Articles | Volume 14, issue 12
Research article
23 Jun 2014
Research article |  | 23 Jun 2014

Impact of tropical land convection on the water vapour budget in the tropical tropopause layer

F. Carminati, P. Ricaud, J.-P. Pommereau, E. Rivière, S. Khaykin, J.-L. Attié, and J. Warner

Abstract. The tropical deep overshooting convection is known to be most intense above continental areas such as South America, Africa, and the maritime continent. However, its impact on the tropical tropopause layer (TTL) at global scale remains debated. In our analysis, we use the 8-year Microwave Limb Sounder (MLS) water vapour (H2O), cloud ice-water content (IWC), and temperature data sets from 2005 to date, to highlight the interplays between these parameters and their role in the water vapour variability in the TTL, and separately in the northern and southern tropics. In the tropical upper troposphere (177 hPa), continents, including the maritime continent, present the night-time (01:30 local time, LT) peak in the water vapour mixing ratio characteristic of the H2O diurnal cycle above tropical land. The western Pacific region, governed by the tropical oceanic diurnal cycle, has a daytime maximum (13:30 LT). In the TTL (100 hPa) and tropical lower stratosphere (56 hPa), South America and Africa differ from the maritime continent and western Pacific displaying a daytime maximum of H2O. In addition, the relative amplitude between day and night is found to be systematically higher by 5–10% in the southern tropical upper troposphere and 1–3% in the TTL than in the northern tropics during their respective summer, indicative of a larger impact of the convection on H2O in the southern tropics. Using a regional-scale approach, we investigate how mechanisms linked to the H2O variability differ in function of the geography. In summary, the MLS water vapour and cloud ice-water observations demonstrate a clear contribution to the TTL moistening by ice crystals overshooting over tropical land regions. The process is found to be much more effective in the southern tropics. Deep convection is responsible for the diurnal temperature variability in the same geographical areas in the lowermost stratosphere, which in turn drives the variability of H2O.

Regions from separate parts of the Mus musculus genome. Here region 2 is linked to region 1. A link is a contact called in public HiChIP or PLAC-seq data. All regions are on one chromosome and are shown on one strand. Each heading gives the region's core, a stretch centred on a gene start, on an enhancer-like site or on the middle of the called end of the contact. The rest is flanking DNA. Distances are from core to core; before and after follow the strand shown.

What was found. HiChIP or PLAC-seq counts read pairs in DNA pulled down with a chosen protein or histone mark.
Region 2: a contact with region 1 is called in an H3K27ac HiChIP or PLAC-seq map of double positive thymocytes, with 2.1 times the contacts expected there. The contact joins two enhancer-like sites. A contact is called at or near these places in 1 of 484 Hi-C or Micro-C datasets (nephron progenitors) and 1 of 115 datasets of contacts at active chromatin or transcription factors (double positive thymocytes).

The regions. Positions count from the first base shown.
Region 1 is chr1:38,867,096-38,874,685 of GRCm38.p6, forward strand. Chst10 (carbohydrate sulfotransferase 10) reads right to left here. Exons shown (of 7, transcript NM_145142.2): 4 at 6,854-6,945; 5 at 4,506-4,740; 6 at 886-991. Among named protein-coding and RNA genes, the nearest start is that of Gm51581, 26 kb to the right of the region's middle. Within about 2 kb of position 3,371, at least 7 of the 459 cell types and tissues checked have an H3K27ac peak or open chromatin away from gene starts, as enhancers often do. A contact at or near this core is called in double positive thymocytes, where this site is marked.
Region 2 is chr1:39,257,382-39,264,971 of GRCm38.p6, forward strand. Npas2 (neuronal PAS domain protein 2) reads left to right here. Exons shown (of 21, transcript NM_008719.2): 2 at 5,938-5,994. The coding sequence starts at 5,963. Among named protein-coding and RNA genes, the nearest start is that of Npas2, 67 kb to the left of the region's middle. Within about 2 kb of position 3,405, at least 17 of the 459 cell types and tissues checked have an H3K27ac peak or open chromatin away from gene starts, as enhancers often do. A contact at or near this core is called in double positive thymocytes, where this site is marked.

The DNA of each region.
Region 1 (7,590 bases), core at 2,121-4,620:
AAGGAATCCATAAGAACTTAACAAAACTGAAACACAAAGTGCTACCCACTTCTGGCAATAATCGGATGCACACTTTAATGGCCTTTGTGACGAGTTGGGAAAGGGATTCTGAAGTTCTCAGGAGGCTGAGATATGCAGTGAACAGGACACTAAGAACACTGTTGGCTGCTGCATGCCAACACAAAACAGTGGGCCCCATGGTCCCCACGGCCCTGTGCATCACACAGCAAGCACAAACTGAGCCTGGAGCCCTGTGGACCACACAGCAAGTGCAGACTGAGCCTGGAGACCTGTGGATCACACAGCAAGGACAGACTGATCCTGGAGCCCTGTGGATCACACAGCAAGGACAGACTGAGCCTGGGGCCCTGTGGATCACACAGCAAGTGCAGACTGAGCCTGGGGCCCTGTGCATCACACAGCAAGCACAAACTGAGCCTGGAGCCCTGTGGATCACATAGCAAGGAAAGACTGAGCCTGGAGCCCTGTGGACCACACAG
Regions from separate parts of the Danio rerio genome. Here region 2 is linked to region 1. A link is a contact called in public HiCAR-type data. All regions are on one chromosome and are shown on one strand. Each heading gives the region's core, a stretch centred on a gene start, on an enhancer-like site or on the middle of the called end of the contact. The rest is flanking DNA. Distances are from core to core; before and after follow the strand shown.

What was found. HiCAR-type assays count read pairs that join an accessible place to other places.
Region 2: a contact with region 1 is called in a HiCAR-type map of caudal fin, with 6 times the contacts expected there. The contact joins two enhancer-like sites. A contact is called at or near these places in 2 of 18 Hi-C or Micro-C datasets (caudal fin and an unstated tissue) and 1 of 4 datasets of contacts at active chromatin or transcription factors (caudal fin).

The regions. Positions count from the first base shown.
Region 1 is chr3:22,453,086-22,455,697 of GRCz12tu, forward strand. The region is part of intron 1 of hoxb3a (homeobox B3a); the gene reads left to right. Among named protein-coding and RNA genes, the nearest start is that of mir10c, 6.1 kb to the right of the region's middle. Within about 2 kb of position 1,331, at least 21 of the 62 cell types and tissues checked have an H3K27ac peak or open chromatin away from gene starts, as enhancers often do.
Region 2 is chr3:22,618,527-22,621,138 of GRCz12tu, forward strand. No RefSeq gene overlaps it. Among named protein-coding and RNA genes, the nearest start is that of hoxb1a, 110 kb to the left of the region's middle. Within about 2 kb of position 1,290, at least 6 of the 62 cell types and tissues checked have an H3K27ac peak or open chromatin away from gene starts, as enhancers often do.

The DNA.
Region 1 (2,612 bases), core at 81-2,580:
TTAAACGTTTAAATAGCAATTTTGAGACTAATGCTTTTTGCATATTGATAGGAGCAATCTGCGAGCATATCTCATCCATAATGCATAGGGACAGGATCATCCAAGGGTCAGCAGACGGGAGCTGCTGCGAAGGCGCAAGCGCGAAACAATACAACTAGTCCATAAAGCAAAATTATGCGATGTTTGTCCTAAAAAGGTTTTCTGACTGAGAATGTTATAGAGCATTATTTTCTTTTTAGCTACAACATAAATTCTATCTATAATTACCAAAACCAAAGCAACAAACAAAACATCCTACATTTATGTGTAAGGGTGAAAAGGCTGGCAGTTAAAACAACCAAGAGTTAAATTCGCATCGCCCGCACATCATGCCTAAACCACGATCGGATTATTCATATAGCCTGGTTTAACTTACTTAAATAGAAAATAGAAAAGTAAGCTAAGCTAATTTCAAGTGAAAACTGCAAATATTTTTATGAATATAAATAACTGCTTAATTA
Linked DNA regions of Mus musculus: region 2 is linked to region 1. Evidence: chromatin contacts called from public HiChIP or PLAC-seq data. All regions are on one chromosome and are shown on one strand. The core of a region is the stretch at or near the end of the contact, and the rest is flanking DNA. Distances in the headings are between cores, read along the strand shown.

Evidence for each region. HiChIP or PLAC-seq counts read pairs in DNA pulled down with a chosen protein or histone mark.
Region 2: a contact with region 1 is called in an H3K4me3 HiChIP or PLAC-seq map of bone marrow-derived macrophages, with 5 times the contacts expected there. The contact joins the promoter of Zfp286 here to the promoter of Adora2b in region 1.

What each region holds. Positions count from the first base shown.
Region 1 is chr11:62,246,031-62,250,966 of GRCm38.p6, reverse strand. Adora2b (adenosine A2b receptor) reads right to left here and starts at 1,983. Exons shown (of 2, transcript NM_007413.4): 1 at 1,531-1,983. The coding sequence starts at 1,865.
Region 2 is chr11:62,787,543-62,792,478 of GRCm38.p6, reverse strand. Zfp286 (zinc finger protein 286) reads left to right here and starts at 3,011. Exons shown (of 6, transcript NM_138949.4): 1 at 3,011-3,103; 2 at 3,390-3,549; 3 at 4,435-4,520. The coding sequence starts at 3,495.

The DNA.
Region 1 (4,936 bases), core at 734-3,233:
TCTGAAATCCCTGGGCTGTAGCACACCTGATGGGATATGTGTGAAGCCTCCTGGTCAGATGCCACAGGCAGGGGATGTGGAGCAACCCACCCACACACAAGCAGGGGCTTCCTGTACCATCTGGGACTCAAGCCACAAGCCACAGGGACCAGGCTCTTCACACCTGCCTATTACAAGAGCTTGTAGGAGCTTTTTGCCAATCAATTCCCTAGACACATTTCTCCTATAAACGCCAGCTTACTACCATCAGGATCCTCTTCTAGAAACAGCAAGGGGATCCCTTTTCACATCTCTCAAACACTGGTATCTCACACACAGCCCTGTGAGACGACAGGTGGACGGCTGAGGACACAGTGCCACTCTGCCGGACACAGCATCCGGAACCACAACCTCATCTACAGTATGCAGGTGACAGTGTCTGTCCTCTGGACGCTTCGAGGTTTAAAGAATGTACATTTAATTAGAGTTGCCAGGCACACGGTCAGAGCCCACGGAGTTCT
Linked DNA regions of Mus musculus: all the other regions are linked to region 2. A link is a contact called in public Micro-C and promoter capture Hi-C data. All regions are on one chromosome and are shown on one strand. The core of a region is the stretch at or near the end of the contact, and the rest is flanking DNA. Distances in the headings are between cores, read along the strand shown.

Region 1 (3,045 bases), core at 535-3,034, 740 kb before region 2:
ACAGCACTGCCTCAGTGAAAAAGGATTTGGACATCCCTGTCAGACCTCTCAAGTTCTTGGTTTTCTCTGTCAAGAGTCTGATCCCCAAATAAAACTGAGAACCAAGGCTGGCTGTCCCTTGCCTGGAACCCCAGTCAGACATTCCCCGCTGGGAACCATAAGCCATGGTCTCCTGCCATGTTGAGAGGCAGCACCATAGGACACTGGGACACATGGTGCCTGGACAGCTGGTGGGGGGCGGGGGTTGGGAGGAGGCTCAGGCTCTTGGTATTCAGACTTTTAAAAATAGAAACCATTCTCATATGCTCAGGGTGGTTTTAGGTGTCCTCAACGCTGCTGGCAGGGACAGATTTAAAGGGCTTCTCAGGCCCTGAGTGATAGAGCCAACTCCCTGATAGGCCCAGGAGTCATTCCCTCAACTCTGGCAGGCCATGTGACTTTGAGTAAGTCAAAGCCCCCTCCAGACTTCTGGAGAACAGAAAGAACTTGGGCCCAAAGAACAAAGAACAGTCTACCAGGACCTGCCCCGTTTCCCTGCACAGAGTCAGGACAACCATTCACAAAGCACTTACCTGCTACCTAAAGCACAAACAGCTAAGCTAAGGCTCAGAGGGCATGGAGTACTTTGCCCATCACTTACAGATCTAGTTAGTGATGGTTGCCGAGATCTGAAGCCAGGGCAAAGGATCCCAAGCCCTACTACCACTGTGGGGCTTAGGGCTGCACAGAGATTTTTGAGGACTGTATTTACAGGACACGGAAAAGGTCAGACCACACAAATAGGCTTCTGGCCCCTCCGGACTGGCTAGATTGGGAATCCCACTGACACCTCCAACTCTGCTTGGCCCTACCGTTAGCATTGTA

Final-revised paper